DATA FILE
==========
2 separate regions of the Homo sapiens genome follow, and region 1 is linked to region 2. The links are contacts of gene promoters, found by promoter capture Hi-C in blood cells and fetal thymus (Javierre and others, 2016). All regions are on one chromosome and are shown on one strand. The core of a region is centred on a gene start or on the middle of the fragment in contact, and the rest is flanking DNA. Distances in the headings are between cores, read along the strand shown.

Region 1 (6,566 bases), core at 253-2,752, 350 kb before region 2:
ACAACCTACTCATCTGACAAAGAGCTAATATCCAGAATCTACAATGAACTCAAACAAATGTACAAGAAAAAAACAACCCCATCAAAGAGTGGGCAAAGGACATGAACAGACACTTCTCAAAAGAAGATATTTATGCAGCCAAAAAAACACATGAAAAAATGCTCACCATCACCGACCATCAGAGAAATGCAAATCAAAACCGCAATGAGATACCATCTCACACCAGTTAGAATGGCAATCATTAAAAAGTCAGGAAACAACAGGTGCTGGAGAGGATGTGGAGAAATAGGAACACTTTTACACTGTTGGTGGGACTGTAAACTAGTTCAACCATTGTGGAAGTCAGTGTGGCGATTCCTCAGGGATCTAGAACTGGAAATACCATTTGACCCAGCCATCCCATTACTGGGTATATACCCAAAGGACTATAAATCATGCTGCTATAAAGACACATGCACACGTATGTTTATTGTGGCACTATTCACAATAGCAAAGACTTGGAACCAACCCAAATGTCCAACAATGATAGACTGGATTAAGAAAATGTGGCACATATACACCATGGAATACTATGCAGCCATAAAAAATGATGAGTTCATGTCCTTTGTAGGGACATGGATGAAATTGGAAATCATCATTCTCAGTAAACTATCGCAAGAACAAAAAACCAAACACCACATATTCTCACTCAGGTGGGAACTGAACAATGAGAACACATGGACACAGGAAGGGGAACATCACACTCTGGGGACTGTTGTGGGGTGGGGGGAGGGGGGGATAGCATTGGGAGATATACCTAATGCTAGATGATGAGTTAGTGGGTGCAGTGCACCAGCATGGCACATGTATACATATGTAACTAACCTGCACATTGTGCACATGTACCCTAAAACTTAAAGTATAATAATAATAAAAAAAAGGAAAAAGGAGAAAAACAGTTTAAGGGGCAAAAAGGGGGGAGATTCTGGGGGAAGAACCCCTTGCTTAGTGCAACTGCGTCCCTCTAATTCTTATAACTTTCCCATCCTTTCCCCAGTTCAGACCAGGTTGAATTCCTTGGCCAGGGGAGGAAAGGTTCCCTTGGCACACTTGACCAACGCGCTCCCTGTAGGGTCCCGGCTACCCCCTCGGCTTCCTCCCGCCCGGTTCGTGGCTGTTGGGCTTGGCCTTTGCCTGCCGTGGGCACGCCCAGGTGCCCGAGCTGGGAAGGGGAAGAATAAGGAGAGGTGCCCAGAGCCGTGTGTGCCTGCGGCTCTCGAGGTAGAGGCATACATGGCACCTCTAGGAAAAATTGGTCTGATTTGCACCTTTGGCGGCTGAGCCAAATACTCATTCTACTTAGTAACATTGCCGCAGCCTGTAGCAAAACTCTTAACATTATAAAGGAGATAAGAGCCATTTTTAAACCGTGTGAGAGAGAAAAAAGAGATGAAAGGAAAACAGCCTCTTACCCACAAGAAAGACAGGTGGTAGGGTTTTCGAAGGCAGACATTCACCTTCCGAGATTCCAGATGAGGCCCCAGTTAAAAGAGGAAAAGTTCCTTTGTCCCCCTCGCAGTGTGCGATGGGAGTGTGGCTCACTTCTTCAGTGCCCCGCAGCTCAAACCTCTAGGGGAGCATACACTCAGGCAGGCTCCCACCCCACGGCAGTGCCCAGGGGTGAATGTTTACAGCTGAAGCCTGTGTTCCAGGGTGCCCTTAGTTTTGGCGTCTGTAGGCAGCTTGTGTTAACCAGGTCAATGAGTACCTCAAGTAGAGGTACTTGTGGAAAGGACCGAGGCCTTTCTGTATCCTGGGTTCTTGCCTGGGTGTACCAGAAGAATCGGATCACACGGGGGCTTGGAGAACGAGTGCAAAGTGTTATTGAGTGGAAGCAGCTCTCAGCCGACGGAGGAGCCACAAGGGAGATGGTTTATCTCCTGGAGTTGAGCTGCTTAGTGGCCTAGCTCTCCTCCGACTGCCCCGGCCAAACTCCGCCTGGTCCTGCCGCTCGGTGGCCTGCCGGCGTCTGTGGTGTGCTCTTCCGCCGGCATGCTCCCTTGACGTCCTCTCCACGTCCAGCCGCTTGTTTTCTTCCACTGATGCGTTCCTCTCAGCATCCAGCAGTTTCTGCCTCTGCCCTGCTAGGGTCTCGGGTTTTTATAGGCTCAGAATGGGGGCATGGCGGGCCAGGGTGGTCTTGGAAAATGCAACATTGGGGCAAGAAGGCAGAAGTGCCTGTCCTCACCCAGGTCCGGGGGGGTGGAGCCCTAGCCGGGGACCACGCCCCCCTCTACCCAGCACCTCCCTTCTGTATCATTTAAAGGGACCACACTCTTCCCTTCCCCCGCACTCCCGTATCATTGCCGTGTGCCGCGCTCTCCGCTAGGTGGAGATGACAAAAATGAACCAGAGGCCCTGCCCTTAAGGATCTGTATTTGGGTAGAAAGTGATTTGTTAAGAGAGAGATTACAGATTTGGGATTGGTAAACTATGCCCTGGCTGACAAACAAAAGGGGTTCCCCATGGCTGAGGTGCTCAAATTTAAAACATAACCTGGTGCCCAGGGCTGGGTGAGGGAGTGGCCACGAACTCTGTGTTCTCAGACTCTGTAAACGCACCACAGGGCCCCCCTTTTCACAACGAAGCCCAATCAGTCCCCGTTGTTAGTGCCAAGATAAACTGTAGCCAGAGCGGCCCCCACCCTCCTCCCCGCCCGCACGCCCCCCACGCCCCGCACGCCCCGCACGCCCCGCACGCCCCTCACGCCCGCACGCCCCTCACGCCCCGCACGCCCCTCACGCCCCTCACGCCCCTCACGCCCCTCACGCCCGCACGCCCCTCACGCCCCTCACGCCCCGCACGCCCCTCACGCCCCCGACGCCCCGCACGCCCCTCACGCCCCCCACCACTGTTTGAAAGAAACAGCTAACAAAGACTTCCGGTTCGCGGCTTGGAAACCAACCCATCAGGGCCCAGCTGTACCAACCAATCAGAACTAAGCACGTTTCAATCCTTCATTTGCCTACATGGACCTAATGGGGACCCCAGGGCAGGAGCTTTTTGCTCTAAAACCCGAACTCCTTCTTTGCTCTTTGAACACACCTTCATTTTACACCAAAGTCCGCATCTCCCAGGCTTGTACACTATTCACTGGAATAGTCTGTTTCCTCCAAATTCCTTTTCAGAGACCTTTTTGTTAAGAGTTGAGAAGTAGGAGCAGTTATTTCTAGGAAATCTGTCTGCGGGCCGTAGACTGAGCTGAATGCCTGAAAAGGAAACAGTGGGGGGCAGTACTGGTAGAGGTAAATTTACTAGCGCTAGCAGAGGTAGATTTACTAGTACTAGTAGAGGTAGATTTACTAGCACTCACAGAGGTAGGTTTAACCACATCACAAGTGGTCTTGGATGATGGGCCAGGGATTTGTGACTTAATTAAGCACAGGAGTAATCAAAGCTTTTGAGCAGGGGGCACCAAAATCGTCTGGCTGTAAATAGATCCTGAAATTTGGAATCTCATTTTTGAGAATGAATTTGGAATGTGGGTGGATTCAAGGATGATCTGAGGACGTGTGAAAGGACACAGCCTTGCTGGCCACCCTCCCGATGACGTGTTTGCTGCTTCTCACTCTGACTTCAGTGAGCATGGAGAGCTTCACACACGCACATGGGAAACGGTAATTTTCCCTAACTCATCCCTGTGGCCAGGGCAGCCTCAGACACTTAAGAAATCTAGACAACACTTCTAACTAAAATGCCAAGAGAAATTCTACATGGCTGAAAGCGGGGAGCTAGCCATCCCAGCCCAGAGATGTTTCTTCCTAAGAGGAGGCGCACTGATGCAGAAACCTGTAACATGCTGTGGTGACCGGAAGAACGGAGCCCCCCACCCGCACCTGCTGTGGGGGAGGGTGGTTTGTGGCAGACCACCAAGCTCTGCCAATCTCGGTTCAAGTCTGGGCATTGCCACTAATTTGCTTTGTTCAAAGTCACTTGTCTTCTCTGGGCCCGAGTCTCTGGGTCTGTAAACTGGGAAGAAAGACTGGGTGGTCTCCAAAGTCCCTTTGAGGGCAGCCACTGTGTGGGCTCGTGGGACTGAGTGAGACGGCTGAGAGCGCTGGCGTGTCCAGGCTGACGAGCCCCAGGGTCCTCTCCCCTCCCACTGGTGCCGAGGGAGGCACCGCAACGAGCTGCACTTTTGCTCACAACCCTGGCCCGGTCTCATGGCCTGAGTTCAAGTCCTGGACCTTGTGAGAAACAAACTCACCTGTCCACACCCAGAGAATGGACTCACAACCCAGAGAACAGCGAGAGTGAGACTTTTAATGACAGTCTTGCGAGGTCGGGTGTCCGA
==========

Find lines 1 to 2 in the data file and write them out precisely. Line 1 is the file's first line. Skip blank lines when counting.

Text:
2 separate regions of the Homo sapiens genome follow, and region 1 is linked to region 2. The links are contacts of gene promoters, found by promoter capture Hi-C in blood cells and fetal thymus (Javierre and others, 2016). All regions are on one chromosome and are shown on one strand. The core of a region is centred on a gene start or on the middle of the fragment in contact, and the rest is flanking DNA. Distances in the headings are between cores, read along the strand shown.

Region 1 (6,566 bases), core at 253-2,752, 350 kb before region 2: